For the sake of regional peace

For the sake of regional peace

Whose responsibility is to create conducive atmosphere for Indo-Pak peace ?

"It is time to bury the past  and  move forward." This is a combination of the catchy phrases which instantly appeal to the mind of the readers and listeners. But I am sure  that Pakistan's Chief of Army Staff Gen.  Qamar Javed Bajwa  must have used  these phrases with a sense of purpose if he really meant that there should be regional peace and this particular key should be used to unlock the real potential  of the region. He used these words in his speech from the podium on the second day ( March 18, 2021) of Islamabad Security Dialogue that reflected on the growing security challenges in the region. It was rightly observed in the ISD that the challenges are not confined to borders or the internal   situations. The whole complex of the security situation has become more complex  and the challenges cannot be addressed singlehandedly by any nation despite immense geo-strategic importance. Pakistan fits into that definition.

The phrases made it to the headlines – the words were attractive and rife with a message of  attempting peace and dialogue between two nuclear powered nations sitting in the immediate neighborhood of each other. I am sure that the things won't stop at the headline making exercise, perhaps Gen. Bajwa also did not intend to do that. He wanted to deliver a message that much can be hoped for improving the ties between Delhi and Islamabad if the track and the goals of peace are followed with mutual understanding.

Before reading further meaning into what Gen. Bajwa said, it is better to look at the timings. It might not have been a coincidence that the ISD was planned within days after the virtual QUAD summit ( March 12, 2021) in which the top most leaders of the US, India, Japan and Australia offered glimpses into how can they work together to ensure better security of the Asia-Pacific region and to resist the expansion forces. It also might not have been a coincidence that Gen. Bajwa said what he said on the eve of the visit of the US Secretary of Defense Lloyd Austin India. It was, however, a very diplomatically sophisticated attempt to tell Washington that Pakistan cannot be ignored, rather it deserved  a better prism through which it should be looked at, because it holds key to peace in Afghanistan.

The Afghanistan part of the speech, if read carefully, makes it clear that the kind of template he has in mind while talking of Indo-Pak peace .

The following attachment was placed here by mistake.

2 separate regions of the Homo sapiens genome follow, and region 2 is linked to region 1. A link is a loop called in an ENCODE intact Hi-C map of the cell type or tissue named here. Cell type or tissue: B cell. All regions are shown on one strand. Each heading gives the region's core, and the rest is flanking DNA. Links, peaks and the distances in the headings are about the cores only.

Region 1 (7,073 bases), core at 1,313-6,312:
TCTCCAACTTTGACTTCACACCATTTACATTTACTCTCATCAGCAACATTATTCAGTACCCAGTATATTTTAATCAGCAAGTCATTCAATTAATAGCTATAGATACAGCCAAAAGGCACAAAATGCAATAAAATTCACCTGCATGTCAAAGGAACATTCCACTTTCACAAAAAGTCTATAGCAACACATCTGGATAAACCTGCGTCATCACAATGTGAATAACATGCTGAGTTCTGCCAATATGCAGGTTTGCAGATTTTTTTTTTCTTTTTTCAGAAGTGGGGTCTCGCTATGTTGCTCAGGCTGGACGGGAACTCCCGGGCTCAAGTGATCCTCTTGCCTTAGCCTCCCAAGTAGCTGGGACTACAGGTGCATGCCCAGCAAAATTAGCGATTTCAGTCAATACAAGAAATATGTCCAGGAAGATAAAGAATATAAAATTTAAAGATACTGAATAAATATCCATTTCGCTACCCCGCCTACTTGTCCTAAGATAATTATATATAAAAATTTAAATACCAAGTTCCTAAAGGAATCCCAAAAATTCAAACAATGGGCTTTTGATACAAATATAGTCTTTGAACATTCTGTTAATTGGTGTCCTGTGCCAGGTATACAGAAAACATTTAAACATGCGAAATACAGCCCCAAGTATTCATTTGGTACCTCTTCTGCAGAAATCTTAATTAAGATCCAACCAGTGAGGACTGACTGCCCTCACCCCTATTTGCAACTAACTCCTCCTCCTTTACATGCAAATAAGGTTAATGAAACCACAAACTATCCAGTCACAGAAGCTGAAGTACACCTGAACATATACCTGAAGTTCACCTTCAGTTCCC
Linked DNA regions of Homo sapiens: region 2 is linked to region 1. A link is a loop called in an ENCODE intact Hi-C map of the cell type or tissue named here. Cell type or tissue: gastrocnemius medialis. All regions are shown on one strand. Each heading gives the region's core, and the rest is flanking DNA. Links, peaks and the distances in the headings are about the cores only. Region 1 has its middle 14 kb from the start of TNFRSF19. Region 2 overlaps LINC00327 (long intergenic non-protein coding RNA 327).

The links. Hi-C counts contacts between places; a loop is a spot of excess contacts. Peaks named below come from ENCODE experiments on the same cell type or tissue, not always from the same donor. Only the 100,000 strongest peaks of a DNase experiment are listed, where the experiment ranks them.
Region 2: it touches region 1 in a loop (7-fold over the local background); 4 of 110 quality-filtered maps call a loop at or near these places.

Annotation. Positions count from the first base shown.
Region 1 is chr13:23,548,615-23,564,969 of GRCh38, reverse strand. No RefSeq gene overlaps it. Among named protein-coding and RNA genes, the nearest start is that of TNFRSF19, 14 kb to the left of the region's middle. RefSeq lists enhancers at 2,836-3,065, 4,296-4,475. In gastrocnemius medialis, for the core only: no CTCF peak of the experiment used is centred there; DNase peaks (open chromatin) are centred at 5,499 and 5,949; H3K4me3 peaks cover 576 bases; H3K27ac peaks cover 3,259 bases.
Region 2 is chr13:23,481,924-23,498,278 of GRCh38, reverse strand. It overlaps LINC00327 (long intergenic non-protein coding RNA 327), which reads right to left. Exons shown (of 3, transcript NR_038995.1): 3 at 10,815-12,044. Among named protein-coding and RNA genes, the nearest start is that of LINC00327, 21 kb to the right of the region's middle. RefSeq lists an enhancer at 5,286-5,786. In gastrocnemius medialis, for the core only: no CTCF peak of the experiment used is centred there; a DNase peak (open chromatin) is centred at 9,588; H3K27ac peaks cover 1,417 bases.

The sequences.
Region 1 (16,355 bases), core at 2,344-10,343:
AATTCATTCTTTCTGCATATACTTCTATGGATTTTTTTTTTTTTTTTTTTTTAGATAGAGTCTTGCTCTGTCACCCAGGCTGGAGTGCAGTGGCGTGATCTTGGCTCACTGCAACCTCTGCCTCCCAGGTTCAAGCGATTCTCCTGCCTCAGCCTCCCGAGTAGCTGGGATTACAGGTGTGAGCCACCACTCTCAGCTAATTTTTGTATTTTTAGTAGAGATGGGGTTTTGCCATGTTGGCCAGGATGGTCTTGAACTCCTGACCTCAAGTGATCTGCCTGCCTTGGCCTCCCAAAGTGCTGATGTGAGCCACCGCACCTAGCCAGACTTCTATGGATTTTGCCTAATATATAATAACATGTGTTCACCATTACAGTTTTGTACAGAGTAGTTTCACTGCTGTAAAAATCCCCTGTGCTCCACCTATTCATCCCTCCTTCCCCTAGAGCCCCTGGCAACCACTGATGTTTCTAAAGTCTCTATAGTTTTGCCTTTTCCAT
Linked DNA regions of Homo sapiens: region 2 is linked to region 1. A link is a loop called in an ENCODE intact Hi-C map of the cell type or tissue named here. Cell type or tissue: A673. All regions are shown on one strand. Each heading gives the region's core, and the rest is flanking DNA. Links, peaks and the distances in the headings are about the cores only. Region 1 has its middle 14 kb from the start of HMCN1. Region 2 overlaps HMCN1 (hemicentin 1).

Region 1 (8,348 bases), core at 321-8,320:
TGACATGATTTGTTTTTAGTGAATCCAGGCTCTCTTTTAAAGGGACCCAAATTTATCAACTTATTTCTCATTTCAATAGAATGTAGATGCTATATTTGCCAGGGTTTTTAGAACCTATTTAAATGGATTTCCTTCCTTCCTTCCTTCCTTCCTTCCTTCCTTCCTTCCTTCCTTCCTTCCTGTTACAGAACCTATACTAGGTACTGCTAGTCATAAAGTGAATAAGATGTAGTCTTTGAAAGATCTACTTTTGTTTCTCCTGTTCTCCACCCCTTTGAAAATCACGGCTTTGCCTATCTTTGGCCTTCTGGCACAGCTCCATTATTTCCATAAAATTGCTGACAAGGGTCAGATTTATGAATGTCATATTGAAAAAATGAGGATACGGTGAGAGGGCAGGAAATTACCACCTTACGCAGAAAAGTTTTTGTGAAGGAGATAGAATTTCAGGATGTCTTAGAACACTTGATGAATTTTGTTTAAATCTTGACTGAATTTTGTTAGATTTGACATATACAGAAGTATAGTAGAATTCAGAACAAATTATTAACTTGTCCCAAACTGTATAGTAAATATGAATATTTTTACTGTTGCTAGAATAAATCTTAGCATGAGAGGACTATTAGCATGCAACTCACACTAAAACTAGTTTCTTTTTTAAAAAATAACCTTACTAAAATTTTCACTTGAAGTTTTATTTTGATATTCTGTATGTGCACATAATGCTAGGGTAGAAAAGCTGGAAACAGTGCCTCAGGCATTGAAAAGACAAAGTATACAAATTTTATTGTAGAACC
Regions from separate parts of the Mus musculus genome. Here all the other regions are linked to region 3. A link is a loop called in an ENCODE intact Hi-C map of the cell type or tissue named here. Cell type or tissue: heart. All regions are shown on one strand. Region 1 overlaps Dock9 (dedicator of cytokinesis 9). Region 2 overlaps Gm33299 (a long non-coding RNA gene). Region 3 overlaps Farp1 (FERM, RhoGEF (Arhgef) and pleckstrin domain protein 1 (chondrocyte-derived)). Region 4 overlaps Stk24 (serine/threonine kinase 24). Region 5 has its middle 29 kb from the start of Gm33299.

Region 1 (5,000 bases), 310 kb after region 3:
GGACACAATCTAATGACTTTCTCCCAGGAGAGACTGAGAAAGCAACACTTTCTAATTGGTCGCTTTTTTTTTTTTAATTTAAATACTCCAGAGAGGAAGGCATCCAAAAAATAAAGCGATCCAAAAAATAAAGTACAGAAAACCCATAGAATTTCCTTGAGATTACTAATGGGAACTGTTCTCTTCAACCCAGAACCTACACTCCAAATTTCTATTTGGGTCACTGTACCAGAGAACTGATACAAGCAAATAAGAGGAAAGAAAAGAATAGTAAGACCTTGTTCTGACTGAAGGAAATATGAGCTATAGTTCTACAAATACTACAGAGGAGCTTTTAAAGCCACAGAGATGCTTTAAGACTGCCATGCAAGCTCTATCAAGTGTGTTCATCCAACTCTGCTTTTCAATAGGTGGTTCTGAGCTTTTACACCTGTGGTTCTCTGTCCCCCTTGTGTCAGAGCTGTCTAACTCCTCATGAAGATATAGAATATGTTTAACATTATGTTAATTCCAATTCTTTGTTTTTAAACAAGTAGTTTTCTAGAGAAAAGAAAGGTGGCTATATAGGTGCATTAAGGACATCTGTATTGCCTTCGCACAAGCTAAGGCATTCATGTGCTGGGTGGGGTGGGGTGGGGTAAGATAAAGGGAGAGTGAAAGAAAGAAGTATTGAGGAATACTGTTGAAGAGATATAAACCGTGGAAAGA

He said: "We intend to leverage our vital geostrategic location for ours own, regional and global benefit. Our robust role in current quest for peace in Afghanistan is proof of our goodwill and understanding of our global and moral obligations. Our close collaboration and crucial support for the peace process has led to the historic agreement between Taliban and US and paved the way for intra-Afghan dialogue."

The situation in Afghanistan and Kashmir may not be the same, but there are certain things that bear close similarities. One, it is Pakistan that controls Taliban in Afghanistan, in Kashmir it holds the strings of militant groups. In Afghanistan, it has created a situation where its role has become quite important in the situation that prevails in the war-torn country. The violence in Afghanistan went up several notches after the Doha agreement of February last year. Taliban was the main culprit.

One thing more that Gen. Bajwa could do if he really means business in forging peace  with India  is to undertake the exercise of creating conducive atmosphere. He has asked India to create conducive conditions, particularly in Kashmir. It would be better if Gen  Bajwa and Pakistani establishment as such roll back all its subversive activities from Kashmir. It needs to be spelled out in words and demonstrative action.

Here, two things are very important. There is no denying the fact that peace between India and Pakistan is not only national or subcontinental need, it is an international necessity. And, that from the Indian point of view, and rightly so, would keep international players off breathing down Delhi and Islamabad's neck. India is being lectured about  early Assembly elections  and human rights. Pakistan hears it time and again that it is playing double game; it is not taking adequate action against the terrorists and the universities of terror  that are  flourishing there .

Second, there is a need to  assess the situation in both the countries by their respective governments quite earnestly. The rhetoric has to be matched with actions on ground. The geostrategic advantages  alone do not bring  other nations to table. The efforts have to be mutual.

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